This Week I Played Colony Survival (and Learned about Motion Sickness)

Have you ever played Minecraft? I certainly have. I always wanted more out of the village mechanic. It seemed like if you found a village in Minecraft best thing to do was build far away from it so the villagers didn’t get killed by the hordes of zombies your mere presence causes. Colony Survival takes this approach to a whole new level. What if instead of hiding from the villagers you had to build their village, and defend it from the hordes of undead that result from your mere presence? This is the question Colony Survival asks of you.

Like Minecraft, Colony Survival is a game about one-meter cubes and carefully organizing them. Unlike Minecraft, the goal of your organization is to create a thriving colony rather than amassing a huge number of resources for a limited number of people. The cubes in Colony Survival go for a more realistic texture approach than Minecraft, as much as everything being cubes allows for that is. Although this falls a little flat. At first, the cubes are cute, in a novel way. Sadly this novelty does not last long. The cubes have seemingly computer-generated texturing that up close looks like a weird distorted mess. This mess quickly becomes off-putting.

The lighting is a little harsh.

At the time of writing, I would like to note that Colony Survival is in Early Access. My experience is certainly not meant to be taken as what the final game will be. When learning about Colony Survival it sounded like an ambitious game. In practice, it needs a lot of work, even for an early access game.

The biggest issue with Colony Survival is that your biggest threat is Zombies. The solution is of course building walls that funnel them into kill boxes, which is fine but don’t expect your builds to make any sense since you’ll need to use those same routes to leave your colony. Fundamentally this is a bit of a game-breaker. Your colony is expected to be more or less self-sufficient within its walls. The zombies aren’t a huge threat. The two ideas seem disjointed. Colony Survival is neither a colony management game, nor is it a zombie survival game.

In colony management games (I’m thinking of the Anno series or Banished) most of the game is balancing the gathering of resources with their consumption. Some resources require careful planning as they are somewhat limited or contested by other players. Colony Survival has no other players, and all resources are seemingly infinite.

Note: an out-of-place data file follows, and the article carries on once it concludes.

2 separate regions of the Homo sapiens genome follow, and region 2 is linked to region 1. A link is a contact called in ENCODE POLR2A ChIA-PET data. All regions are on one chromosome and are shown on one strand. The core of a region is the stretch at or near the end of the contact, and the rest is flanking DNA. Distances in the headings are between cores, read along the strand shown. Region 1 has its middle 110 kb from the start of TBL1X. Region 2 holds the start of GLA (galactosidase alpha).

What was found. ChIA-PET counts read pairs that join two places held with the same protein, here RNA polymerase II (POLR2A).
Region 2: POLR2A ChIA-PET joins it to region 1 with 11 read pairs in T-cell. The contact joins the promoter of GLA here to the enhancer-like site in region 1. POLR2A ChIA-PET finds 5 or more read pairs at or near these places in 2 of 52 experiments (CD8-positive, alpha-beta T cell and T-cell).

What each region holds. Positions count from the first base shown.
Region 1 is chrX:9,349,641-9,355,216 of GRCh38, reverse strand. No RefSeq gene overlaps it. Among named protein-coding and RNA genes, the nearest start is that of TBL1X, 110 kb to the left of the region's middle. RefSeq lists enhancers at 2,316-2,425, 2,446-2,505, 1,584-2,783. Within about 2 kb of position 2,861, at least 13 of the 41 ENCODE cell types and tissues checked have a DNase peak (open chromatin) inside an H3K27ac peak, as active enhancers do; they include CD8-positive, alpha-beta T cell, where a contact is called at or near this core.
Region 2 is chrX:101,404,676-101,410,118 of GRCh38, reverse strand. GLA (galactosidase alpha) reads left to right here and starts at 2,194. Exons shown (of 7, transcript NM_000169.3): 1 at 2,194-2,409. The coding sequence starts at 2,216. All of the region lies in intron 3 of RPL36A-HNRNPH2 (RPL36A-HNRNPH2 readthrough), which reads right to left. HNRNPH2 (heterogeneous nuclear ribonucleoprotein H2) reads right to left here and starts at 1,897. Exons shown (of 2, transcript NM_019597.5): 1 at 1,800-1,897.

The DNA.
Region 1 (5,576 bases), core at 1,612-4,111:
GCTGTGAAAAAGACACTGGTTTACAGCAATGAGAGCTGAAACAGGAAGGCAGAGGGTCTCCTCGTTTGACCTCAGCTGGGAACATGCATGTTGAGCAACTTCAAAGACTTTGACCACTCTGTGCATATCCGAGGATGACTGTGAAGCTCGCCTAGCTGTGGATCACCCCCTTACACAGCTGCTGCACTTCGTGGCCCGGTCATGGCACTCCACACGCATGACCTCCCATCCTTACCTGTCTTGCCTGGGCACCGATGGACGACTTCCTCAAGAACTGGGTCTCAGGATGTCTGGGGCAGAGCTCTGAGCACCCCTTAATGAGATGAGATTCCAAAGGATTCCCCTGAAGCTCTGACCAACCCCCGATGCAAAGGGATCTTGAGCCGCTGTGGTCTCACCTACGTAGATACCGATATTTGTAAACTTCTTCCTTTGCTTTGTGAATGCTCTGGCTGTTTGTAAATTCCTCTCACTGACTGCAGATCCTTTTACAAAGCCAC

Zombie survival games work because the player can’t be safe. You need to go out into the dangerous world (I’m thinking of games like Dying Light). In Colony Survival, nobody leaves the Colony. The idea of a city builder that is also a zombie survival game only works if the city needs something they have to fight the zombies for. In the time I played the game that never happened.

Attention colonists: strict neck rationing is now in effect.

I must confess, I did not play the game long. I try to play the games in review here multiple times throughout the week before writing about them. Colony Survival is the first game to give me motion sickness. I had to stop playing after merely a few hours, and can’t stomach looking at the game since.

Video game induced motion sickness was something I had never experienced before playing Colony Survival. Unable to play more of it, I decided to research video game induced motion sickness. I learned a few neat things. First, it has to do with your eyes viewing motion that would indicate your body should be moving, but without your sense of equilibrium engaged this can be confusing to the game. Games with multiple types of motion exacerbate this.

In video games when the perspective of the player moves this is one type of movement. When the second type of movement, such as head or weapon bobbing is added this can create a disorienting effect. This is why many games with head bob allow it to be enabled or disabled. Field of view can also be expanded to allow for smoother transitions at the edge of the player’s vision. Personally, I wonder if screen size has something to do with it as well. While movement and vision are the cause of motion sickness, why does it exist? As always the answer is in the brain.

There are a few theories as to why the brain causes a person to become nauseous when perceived motion does not match experienced motion. As I am not a medical expert I don’t know which theories hold up to scrutiny or not. I will say that my favorite theory is that the brain interprets the movement as a hallucination and tries to induce vomiting to expel and consumed hallucinogens. Which is kind of awesome if you think about it. If you want to learn more about video game motion sickness I found this article on Lifewire to be very informative.

My eyes do not like this. This image is not a crop that mess is me climbing a hill while walking past a tree.

For Colony Survival, my motion sickness may be due to the choppy nature of the world and weird light reflection of all the surfaces. This is even more jarring to the brain than Minecraft because of how unnatural and fuzzy all the textures are.

Motion sickness aside though, Colony Survival was not fun for me. I could not get into it. I found its mechanics too disjointed and the early game too slow. In building games, I need to be able to make visible progress in modest amounts of time. I was not able to do this in Colony Survival. That being said, the friend who I played with managed to pump 20 hours into the game over a few days. So maybe it is just me. In any case, I will not be going back to my little colony. They will only have the pile of sick I left on the road to remember me by.

I received Colony Survival as part of the Jingle Jam charity pack. I would highly recommend this pack as a way to pick up a lot of games for a reasonable price while supporting several deserving charities.

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